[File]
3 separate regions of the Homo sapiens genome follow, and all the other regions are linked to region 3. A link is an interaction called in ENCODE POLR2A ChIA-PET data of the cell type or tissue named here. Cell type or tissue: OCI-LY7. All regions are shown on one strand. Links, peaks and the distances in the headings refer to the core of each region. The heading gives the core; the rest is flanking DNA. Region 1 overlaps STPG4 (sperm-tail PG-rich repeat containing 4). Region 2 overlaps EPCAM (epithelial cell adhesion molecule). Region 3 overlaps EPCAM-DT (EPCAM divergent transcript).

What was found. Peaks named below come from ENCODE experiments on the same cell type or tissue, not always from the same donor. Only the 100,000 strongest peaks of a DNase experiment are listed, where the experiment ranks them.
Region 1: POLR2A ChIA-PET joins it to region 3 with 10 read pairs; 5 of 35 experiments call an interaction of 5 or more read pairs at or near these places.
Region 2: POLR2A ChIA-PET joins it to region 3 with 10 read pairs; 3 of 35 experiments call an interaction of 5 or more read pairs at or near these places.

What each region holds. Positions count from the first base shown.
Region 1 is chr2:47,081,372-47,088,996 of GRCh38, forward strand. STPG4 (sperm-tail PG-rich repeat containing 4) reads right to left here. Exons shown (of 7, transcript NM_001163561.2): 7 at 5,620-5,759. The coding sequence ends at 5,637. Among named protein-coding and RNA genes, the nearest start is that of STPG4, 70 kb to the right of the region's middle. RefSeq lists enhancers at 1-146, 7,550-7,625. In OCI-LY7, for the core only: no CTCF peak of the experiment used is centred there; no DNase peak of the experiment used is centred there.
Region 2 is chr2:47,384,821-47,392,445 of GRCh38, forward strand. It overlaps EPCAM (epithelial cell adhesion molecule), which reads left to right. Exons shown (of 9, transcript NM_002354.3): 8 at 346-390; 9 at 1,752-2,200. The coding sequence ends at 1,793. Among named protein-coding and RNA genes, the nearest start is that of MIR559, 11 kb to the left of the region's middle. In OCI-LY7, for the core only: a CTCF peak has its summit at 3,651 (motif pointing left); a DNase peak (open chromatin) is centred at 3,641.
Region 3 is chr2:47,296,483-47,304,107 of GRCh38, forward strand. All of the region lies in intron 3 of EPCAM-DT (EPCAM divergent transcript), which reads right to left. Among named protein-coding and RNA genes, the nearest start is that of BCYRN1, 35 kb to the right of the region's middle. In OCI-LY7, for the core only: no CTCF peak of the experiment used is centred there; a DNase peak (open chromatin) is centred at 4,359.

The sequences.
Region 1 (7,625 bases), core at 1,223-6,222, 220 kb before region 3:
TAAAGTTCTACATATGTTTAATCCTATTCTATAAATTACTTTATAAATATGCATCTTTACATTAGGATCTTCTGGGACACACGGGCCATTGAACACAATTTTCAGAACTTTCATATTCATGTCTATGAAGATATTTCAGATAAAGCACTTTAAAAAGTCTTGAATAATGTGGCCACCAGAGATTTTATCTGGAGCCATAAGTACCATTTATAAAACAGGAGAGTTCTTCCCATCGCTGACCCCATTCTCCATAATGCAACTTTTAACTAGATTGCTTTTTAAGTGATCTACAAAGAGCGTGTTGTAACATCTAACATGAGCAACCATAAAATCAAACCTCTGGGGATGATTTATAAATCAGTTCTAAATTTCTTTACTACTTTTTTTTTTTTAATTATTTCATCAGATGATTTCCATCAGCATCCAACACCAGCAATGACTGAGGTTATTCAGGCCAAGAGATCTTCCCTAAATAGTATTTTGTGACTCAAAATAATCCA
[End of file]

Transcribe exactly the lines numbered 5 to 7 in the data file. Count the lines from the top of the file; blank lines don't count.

What each region holds. Positions count from the first base shown.
Region 1 is chr2:47,081,372-47,088,996 of GRCh38, forward strand. STPG4 (sperm-tail PG-rich repeat containing 4) reads right to left here. Exons shown (of 7, transcript NM_001163561.2): 7 at 5,620-5,759. The coding sequence ends at 5,637. Among named protein-coding and RNA genes, the nearest start is that of STPG4, 70 kb to the right of the region's middle. RefSeq lists enhancers at 1-146, 7,550-7,625. In OCI-LY7, for the core only: no CTCF peak of the experiment used is centred there; no DNase peak of the experiment used is centred there.
Region 2 is chr2:47,384,821-47,392,445 of GRCh38, forward strand. It overlaps EPCAM (epithelial cell adhesion molecule), which reads left to right. Exons shown (of 9, transcript NM_002354.3): 8 at 346-390; 9 at 1,752-2,200. The coding sequence ends at 1,793. Among named protein-coding and RNA genes, the nearest start is that of MIR559, 11 kb to the left of the region's middle. In OCI-LY7, for the core only: a CTCF peak has its summit at 3,651 (motif pointing left); a DNase peak (open chromatin) is centred at 3,641.